The heroes of Ukraine are not fighting for a world that
stays the same. They are fighting for the future. That is
why we call for a future free from fossil fuel dictators,
where renewable energy is democratically produced
But of course ‘democracy’ is not a binary thing, something you either have or you don’t. Those of us lucky enough to be born in not-an-autocracy have the obligation to keep working all the time to keep our putative democracy strong. That’s the thing that’s kept running through my mind watching the sad and scary pictures from East Palestine, Ohio. I haven’t been there, but I’ve been talking to people who have, especially Rev. Lennox Yearwood of the Hip Hop Caucus, who’s been at the forefront of the fight against an expanding petrochemical industry, and whose petition is very worth signing and forwarding.
There’s also been great coverage of the ongoing trouble from Substack confreres like Brad Johnson and Emily Atkin. Atkin’s Heated newsletter had a particulary acute column this week, where she laid out the links between the fossil fuel industry and the petrochemical tankers that derailed in Ohio
This was a fossil fuel industry spill. Five of the 11 derailed cars containing hazardous materials were transporting vinyl chloride, a cancer-causing substance used to make polyvinyl chloride, or PVC, the third most-used type of plastic in the world. According to CBS News, the volatile compound is "used almost exclusively by the plastics industry”:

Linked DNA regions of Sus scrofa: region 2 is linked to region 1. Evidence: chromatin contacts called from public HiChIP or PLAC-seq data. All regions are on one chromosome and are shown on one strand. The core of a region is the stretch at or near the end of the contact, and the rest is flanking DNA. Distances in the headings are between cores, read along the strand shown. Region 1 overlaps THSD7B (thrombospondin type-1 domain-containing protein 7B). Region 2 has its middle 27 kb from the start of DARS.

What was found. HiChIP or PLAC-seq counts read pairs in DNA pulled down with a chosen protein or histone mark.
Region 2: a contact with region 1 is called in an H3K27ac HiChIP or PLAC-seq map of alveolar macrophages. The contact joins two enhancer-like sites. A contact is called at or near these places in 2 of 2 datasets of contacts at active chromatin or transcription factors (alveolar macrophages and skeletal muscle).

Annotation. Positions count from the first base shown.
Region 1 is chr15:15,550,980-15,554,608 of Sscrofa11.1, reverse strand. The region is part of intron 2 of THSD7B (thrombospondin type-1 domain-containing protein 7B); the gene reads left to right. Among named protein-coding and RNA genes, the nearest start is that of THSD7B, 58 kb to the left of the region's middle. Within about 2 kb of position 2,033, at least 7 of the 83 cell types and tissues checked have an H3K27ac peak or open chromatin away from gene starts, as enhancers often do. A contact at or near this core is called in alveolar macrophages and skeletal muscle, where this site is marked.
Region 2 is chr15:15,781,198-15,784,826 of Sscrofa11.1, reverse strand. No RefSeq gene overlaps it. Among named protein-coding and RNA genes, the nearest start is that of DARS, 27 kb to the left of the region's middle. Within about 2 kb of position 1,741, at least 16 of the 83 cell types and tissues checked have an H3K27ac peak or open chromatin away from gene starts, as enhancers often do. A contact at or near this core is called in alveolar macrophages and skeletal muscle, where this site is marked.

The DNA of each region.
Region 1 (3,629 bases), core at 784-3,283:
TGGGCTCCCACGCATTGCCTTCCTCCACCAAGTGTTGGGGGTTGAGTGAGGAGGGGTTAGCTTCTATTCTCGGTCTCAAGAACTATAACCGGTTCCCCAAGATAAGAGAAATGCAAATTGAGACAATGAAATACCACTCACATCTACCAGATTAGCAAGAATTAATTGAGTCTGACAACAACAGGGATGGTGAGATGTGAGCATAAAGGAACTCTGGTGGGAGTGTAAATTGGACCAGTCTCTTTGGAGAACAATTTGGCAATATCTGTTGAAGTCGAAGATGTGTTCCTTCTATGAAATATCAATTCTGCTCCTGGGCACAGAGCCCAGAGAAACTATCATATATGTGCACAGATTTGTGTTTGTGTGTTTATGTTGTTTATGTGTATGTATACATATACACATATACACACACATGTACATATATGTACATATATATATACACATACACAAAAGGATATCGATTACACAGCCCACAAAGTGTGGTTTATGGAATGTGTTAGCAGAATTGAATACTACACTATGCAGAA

The problem begins at vinyl chloride's origins. It's generated from ethane, which is obtained through fracking natural gas, a process that's significantly grown since 2013 and when done, emits the greenhouse gas methane — a major driver of climate change. PVC, according to a 2020 study, has a "high potential in global warming than other plastics" due to its high energy consumption and CO2 emissions.
She’s right. Plastic is oil that can hold Diet Coke until you toss it out.
But East Palestine is also a deep reminder of what happens when you don’t take care of your democracy.
The railroad industry has spent $480 million in lobbying over the last decade—Norfolk Southern alone has tossed in $69 million. What they wanted was less regulation. And they got it. The Trump administration—open to every grasping CEO—delayed an Obama-era law that would have upgraded braking systems. Trump showing up in East Palestine with a pallet of his branded bottled water pretty much defines chutzpah.